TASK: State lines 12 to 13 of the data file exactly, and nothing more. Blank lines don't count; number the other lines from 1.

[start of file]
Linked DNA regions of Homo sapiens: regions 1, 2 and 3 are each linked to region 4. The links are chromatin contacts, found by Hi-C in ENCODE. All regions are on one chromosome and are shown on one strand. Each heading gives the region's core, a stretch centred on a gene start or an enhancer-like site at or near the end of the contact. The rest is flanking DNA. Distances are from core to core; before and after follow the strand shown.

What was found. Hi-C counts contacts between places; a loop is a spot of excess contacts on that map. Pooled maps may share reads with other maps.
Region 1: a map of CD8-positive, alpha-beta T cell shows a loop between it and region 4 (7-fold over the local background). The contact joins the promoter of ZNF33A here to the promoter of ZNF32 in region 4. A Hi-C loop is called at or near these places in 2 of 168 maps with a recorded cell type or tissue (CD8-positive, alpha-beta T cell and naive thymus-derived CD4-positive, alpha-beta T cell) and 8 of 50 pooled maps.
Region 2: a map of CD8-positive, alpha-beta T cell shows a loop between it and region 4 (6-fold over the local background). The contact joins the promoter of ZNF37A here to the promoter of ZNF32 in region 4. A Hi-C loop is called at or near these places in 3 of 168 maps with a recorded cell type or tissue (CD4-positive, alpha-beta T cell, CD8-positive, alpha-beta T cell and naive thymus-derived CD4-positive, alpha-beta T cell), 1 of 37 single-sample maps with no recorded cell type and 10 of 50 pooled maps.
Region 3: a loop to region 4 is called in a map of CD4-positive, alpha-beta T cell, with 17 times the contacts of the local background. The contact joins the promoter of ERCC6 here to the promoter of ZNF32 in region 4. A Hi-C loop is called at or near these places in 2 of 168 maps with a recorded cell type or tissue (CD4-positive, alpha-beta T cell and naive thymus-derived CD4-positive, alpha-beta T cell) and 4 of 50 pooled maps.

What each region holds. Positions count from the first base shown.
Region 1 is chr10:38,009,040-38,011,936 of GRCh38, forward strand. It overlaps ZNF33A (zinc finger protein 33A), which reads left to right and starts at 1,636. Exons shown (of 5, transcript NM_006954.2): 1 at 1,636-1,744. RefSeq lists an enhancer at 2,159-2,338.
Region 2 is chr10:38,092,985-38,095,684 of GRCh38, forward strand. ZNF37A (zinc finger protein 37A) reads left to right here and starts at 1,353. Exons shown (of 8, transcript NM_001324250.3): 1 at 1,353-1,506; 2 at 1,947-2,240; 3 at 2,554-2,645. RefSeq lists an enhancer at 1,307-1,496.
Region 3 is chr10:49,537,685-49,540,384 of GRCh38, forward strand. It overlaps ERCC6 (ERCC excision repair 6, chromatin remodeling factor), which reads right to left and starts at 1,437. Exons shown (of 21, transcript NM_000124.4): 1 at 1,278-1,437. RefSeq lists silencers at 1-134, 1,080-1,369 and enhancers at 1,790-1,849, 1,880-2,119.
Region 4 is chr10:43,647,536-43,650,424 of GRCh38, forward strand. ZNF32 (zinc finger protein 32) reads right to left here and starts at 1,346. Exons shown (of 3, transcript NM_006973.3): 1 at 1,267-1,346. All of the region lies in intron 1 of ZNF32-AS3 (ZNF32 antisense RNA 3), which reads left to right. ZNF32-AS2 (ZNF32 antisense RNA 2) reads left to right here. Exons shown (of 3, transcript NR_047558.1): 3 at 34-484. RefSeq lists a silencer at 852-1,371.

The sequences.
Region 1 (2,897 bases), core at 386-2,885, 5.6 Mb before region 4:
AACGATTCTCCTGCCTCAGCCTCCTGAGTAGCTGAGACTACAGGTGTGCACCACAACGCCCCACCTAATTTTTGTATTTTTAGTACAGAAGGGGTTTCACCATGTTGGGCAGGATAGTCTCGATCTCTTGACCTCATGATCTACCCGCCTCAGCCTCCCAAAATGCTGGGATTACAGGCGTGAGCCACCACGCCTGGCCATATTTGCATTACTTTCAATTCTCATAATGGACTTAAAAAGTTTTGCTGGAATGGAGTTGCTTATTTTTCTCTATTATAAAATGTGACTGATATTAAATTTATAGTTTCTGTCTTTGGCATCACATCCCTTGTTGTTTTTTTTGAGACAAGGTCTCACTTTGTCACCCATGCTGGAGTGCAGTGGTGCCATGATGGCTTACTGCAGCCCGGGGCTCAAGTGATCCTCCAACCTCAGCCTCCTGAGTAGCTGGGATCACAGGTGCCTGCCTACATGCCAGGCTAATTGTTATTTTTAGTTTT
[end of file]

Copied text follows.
Region 1 (2,897 bases), core at 386-2,885, 5.6 Mb before region 4:
AACGATTCTCCTGCCTCAGCCTCCTGAGTAGCTGAGACTACAGGTGTGCACCACAACGCCCCACCTAATTTTTGTATTTTTAGTACAGAAGGGGTTTCACCATGTTGGGCAGGATAGTCTCGATCTCTTGACCTCATGATCTACCCGCCTCAGCCTCCCAAAATGCTGGGATTACAGGCGTGAGCCACCACGCCTGGCCATATTTGCATTACTTTCAATTCTCATAATGGACTTAAAAAGTTTTGCTGGAATGGAGTTGCTTATTTTTCTCTATTATAAAATGTGACTGATATTAAATTTATAGTTTCTGTCTTTGGCATCACATCCCTTGTTGTTTTTTTTGAGACAAGGTCTCACTTTGTCACCCATGCTGGAGTGCAGTGGTGCCATGATGGCTTACTGCAGCCCGGGGCTCAAGTGATCCTCCAACCTCAGCCTCCTGAGTAGCTGGGATCACAGGTGCCTGCCTACATGCCAGGCTAATTGTTATTTTTAGTTTT